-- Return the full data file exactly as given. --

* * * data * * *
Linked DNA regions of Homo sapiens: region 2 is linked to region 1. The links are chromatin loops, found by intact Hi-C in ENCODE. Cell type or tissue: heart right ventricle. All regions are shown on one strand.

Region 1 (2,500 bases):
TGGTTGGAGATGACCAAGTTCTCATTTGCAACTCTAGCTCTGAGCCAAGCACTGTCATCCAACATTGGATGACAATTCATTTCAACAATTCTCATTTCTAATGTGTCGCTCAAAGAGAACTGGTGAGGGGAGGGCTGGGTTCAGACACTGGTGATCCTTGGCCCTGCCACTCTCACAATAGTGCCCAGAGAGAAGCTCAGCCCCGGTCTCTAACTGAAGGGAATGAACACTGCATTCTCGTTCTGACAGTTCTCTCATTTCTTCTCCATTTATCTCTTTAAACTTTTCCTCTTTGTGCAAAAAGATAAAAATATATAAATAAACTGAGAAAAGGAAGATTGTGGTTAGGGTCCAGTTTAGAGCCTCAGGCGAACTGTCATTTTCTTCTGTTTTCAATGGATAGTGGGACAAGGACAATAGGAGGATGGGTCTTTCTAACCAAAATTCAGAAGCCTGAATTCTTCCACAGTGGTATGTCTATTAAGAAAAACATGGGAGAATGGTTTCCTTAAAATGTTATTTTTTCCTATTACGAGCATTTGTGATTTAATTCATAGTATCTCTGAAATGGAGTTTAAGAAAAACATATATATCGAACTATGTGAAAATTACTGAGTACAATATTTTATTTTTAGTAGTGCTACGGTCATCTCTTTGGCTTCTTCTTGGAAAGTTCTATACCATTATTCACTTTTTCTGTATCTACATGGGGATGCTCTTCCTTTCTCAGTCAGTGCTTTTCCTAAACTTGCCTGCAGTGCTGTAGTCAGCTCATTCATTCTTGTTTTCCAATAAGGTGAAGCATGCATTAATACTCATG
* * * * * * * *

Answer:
Linked DNA regions of Homo sapiens: region 2 is linked to region 1. The links are chromatin loops, found by intact Hi-C in ENCODE. Cell type or tissue: heart right ventricle. All regions are shown on one strand.

Region 1 (2,500 bases):
TGGTTGGAGATGACCAAGTTCTCATTTGCAACTCTAGCTCTGAGCCAAGCACTGTCATCCAACATTGGATGACAATTCATTTCAACAATTCTCATTTCTAATGTGTCGCTCAAAGAGAACTGGTGAGGGGAGGGCTGGGTTCAGACACTGGTGATCCTTGGCCCTGCCACTCTCACAATAGTGCCCAGAGAGAAGCTCAGCCCCGGTCTCTAACTGAAGGGAATGAACACTGCATTCTCGTTCTGACAGTTCTCTCATTTCTTCTCCATTTATCTCTTTAAACTTTTCCTCTTTGTGCAAAAAGATAAAAATATATAAATAAACTGAGAAAAGGAAGATTGTGGTTAGGGTCCAGTTTAGAGCCTCAGGCGAACTGTCATTTTCTTCTGTTTTCAATGGATAGTGGGACAAGGACAATAGGAGGATGGGTCTTTCTAACCAAAATTCAGAAGCCTGAATTCTTCCACAGTGGTATGTCTATTAAGAAAAACATGGGAGAATGGTTTCCTTAAAATGTTATTTTTTCCTATTACGAGCATTTGTGATTTAATTCATAGTATCTCTGAAATGGAGTTTAAGAAAAACATATATATCGAACTATGTGAAAATTACTGAGTACAATATTTTATTTTTAGTAGTGCTACGGTCATCTCTTTGGCTTCTTCTTGGAAAGTTCTATACCATTATTCACTTTTTCTGTATCTACATGGGGATGCTCTTCCTTTCTCAGTCAGTGCTTTTCCTAAACTTGCCTGCAGTGCTGTAGTCAGCTCATTCATTCTTGTTTTCCAATAAGGTGAAGCATGCATTAATACTCATG